Every couple weeks we’ll be collecting links from past posts grouped together by location; we thought it handy to have everything in one convenient location as you plan your upcoming travels. We just finished a short series on Houston, so here’s your recap:
The Menil Collection: Great architecture and artwork awaits discovery in downtown Houston at The Menil Collection. Best of all, the entire experience is free!
Cy Twombley Gallery: As part of The Menil Collection in Houston, the Cy Twombly Gallery is a second structure designed by Renzo Piano filled with massive artworks by Cy Twombly
Sudie’s Catfish House: If you have a catfish hankerin, go nowhere else but Sudie’s Catfish House; you will never want to go anywhere else!
8th Wonder Brewery: 8th Wonder Brewery and their delicious Vietnamese coffee porter, Rocket Fuel, make for a great brewery visit in downtown Houston.
While visiting Houston a few weekends ago, I wanted to meet with some friends on a Sunday afternoon. Rebekah was practicing for a choir concert, so I had some time to kill.
I thought it would be fun to meet Isaac and Jessica in downtown Houston for a beer. Wanting to find a brewery that was open on a Sunday afternoon, I used my newly-created Texas Craft Brewery List. Within a few clicks, I had found a match. 8th Wonder Brewery met all my requirements, mainly, a brewery open on a Sunday producing Texas Craft Beer. While I came in with low expectations and knowing nothing about the brewery, I quickly found this place to be awesome!
If you love Houston, you will love this brewery. If you don’t love Houston, you will still probably love this brewery. But if you love Houston sports and Texas Craft Beer, you will be in heaven!
A couple of weeks ago, David and I went to Pasadena and Deer Park, TX. We traveled there to be able to honor a beloved teacher in a retirement celebration. I have never been able to share that area of Texas with David, so it was a special time for me in many ways. We drove by my old schools and the house I grew up in, and forgotten memories flooded my mind and heart. I am sure I did not stop talking for hours…But David is used to this by now…
5 Piece Fried Catfish Dinner
One of the places I knew I had to take David was Sudie’s Catfish House. I tell you there is no better place to eat catfish in the world, or at least that I know of, than Sudie’s. I remember as a little girl, my family saw the structure built and wondered what it was going to be. We all had theories, but alas, the sign was installed, a catfish house!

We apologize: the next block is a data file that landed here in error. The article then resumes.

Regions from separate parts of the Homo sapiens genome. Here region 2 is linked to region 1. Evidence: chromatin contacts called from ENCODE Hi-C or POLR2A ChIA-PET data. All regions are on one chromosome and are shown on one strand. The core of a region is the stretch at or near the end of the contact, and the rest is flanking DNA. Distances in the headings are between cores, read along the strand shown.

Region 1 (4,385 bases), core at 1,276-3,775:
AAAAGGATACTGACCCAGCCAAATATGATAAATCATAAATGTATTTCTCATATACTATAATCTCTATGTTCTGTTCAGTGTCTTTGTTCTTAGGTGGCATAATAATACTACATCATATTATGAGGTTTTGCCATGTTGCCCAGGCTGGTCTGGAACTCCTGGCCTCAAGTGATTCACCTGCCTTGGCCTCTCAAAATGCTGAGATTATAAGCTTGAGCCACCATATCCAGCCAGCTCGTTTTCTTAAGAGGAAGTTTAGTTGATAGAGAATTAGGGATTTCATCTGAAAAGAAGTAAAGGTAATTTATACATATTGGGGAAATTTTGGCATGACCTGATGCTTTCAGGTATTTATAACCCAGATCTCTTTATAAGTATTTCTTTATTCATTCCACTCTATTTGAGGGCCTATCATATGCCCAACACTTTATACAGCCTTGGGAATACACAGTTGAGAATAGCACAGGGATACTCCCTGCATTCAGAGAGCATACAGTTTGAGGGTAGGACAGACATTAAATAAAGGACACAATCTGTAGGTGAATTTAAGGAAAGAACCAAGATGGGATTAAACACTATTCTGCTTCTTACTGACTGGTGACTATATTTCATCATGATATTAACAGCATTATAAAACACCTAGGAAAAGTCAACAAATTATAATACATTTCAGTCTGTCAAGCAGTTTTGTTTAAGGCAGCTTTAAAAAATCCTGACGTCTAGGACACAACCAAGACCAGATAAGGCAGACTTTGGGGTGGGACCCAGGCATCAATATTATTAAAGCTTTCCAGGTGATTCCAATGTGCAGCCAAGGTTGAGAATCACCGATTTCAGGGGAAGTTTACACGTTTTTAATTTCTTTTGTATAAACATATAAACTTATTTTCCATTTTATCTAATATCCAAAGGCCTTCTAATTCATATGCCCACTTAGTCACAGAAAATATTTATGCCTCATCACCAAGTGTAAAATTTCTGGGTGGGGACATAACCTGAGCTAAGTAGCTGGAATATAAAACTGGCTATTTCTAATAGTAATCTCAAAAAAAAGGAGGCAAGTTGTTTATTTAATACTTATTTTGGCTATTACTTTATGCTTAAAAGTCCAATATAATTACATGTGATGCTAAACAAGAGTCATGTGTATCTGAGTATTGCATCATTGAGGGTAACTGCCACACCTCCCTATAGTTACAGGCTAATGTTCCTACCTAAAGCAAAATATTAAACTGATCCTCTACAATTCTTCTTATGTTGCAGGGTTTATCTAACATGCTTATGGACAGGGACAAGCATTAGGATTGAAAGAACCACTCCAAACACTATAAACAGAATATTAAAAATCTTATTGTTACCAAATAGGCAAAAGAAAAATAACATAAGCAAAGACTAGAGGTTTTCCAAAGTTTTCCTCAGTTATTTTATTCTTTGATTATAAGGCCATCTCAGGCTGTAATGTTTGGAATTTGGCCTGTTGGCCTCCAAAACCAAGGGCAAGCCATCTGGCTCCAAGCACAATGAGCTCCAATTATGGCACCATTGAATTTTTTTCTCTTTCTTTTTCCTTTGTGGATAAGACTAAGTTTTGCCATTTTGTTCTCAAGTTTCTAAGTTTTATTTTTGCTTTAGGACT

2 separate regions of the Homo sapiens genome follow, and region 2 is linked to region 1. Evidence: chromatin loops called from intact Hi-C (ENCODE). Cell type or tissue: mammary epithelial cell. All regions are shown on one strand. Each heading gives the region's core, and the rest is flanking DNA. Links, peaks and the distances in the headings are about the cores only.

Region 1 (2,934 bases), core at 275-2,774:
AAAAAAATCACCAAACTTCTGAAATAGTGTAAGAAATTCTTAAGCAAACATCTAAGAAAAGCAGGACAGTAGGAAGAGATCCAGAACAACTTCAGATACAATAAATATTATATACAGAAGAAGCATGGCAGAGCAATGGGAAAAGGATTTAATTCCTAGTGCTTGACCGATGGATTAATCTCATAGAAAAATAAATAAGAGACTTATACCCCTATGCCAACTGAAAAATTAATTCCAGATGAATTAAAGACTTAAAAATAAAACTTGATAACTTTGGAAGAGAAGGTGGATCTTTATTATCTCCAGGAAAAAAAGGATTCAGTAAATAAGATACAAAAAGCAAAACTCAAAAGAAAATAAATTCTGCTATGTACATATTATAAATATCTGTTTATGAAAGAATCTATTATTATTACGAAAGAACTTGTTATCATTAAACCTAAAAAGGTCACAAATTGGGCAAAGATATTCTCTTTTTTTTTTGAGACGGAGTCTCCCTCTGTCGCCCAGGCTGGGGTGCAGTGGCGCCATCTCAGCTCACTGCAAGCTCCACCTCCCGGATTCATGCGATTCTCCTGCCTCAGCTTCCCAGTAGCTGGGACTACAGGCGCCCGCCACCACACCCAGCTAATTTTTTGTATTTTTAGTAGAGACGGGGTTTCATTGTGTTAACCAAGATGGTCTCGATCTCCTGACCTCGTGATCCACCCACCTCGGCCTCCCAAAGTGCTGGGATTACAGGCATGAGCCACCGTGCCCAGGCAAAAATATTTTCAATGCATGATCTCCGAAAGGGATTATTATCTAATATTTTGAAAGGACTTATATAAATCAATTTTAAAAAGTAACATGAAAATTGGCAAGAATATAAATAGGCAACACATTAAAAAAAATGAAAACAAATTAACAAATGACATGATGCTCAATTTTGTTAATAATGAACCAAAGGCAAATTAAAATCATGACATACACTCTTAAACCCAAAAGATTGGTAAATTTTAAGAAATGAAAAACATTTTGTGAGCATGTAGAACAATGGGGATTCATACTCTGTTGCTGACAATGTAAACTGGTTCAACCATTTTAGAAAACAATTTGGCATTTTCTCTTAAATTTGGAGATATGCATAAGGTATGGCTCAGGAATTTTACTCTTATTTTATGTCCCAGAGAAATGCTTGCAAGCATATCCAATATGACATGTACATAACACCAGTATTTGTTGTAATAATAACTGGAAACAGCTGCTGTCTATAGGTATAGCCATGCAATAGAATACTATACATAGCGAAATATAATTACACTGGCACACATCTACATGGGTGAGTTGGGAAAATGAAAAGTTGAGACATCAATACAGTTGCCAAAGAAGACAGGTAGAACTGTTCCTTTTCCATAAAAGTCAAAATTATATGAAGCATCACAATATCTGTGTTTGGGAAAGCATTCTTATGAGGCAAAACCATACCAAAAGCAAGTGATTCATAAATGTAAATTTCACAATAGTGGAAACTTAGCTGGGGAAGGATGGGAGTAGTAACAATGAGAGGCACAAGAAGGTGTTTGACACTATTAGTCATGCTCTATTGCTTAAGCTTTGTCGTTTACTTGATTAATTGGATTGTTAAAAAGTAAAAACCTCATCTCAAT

Located across Branard Street from the The Menil Collection, a small stone building with an interesting roof showcases works from American painter and sculptor Cy Twombly. Stepping inside the peacefully quiet Cy Twombly Gallery, it seems impossible that you are still in Houston!
Cy Twombly began an interesting career in art in the mid-1950s. With plenty of modern art movements around him in New York City, Cy created his own distinctive brand of art. Words such as “free scribble” and “graffiti” are often used to describe his works. Born in the United States, Twombly chose to live in Europe for the majority of his professional career, dying in Rome in 2011.
In general, you will probably love his art, or you will hate it.
Although I called Houston home for the first 18 years of my life, my first trip to The Menil Collection was on a college architectural field trip. Growing up, my family had always visited the more popular Museum of Fine Arts, Houston. I was surprised to find such a gem in my hometown!
Curved Roof Panels
On this first trip, my classmates and I examined this thoughtful building. Renowned architect Renzo Piano designed the main building, as well as the adjacent Cy Twombly Gallery. Piano also designed the recent expansion of the Kimbell Art Museum in Fort Worth. The challenge of any art museum is bringing natural light inside to illuminate the artwork without damaging them with harmful UV rays. At The Menil, Piano used curved roof panels to safely direct and filter the light into the spaces below, creating a distinctive rhythm throughout the structure. In addition to the roof panels, I love the long wood plank flooring that make the galleries seem even longer. The heavy wearing of the wood reveals the countless number of people who have enjoyed this space previously.